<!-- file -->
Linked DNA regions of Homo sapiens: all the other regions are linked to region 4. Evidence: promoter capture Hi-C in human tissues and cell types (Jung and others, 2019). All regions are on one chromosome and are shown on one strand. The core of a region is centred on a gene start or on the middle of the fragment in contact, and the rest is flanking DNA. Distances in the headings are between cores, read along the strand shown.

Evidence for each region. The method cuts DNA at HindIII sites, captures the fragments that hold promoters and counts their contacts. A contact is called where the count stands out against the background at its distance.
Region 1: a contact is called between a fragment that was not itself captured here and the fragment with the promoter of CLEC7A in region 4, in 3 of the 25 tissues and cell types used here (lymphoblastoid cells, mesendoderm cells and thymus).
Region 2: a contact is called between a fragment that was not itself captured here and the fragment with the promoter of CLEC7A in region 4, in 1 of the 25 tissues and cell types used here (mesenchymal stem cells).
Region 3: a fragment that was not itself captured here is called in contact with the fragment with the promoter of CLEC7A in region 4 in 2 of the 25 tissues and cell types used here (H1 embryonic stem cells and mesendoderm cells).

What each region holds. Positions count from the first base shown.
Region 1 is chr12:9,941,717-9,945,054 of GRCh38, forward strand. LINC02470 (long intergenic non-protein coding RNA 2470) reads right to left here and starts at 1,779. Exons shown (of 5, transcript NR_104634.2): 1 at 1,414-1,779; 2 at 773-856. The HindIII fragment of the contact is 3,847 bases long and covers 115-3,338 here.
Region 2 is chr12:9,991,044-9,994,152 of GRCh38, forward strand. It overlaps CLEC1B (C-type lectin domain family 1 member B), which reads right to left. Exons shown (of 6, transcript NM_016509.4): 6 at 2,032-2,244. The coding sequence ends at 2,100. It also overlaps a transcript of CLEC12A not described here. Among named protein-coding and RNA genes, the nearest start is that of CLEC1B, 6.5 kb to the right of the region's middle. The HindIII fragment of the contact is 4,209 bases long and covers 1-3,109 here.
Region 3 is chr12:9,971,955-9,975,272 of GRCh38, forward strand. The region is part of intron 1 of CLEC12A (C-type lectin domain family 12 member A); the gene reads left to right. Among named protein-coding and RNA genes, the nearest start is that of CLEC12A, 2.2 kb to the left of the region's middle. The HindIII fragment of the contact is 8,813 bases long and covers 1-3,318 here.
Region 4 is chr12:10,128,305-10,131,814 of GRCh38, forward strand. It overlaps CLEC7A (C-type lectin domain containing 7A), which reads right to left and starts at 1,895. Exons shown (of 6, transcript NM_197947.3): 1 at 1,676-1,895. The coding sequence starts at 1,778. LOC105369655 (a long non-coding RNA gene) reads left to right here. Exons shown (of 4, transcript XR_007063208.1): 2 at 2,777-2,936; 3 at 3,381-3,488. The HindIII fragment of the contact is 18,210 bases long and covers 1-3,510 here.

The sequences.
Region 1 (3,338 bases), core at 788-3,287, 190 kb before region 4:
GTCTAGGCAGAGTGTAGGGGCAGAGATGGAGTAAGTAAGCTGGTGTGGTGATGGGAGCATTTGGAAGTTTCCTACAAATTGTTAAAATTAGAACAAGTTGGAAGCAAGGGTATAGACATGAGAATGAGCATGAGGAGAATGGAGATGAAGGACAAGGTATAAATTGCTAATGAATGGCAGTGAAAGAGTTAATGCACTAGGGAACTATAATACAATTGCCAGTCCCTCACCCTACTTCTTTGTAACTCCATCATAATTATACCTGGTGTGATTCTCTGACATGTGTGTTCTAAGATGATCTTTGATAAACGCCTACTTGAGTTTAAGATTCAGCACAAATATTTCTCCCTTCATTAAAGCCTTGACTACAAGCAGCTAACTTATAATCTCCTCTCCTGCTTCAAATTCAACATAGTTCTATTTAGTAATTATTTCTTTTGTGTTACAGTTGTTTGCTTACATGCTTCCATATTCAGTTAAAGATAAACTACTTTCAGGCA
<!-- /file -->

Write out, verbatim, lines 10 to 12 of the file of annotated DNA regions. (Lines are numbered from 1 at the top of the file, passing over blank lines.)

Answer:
Region 4 is chr12:10,128,305-10,131,814 of GRCh38, forward strand. It overlaps CLEC7A (C-type lectin domain containing 7A), which reads right to left and starts at 1,895. Exons shown (of 6, transcript NM_197947.3): 1 at 1,676-1,895. The coding sequence starts at 1,778. LOC105369655 (a long non-coding RNA gene) reads left to right here. Exons shown (of 4, transcript XR_007063208.1): 2 at 2,777-2,936; 3 at 3,381-3,488. The HindIII fragment of the contact is 18,210 bases long and covers 1-3,510 here.

The sequences.
Region 1 (3,338 bases), core at 788-3,287, 190 kb before region 4: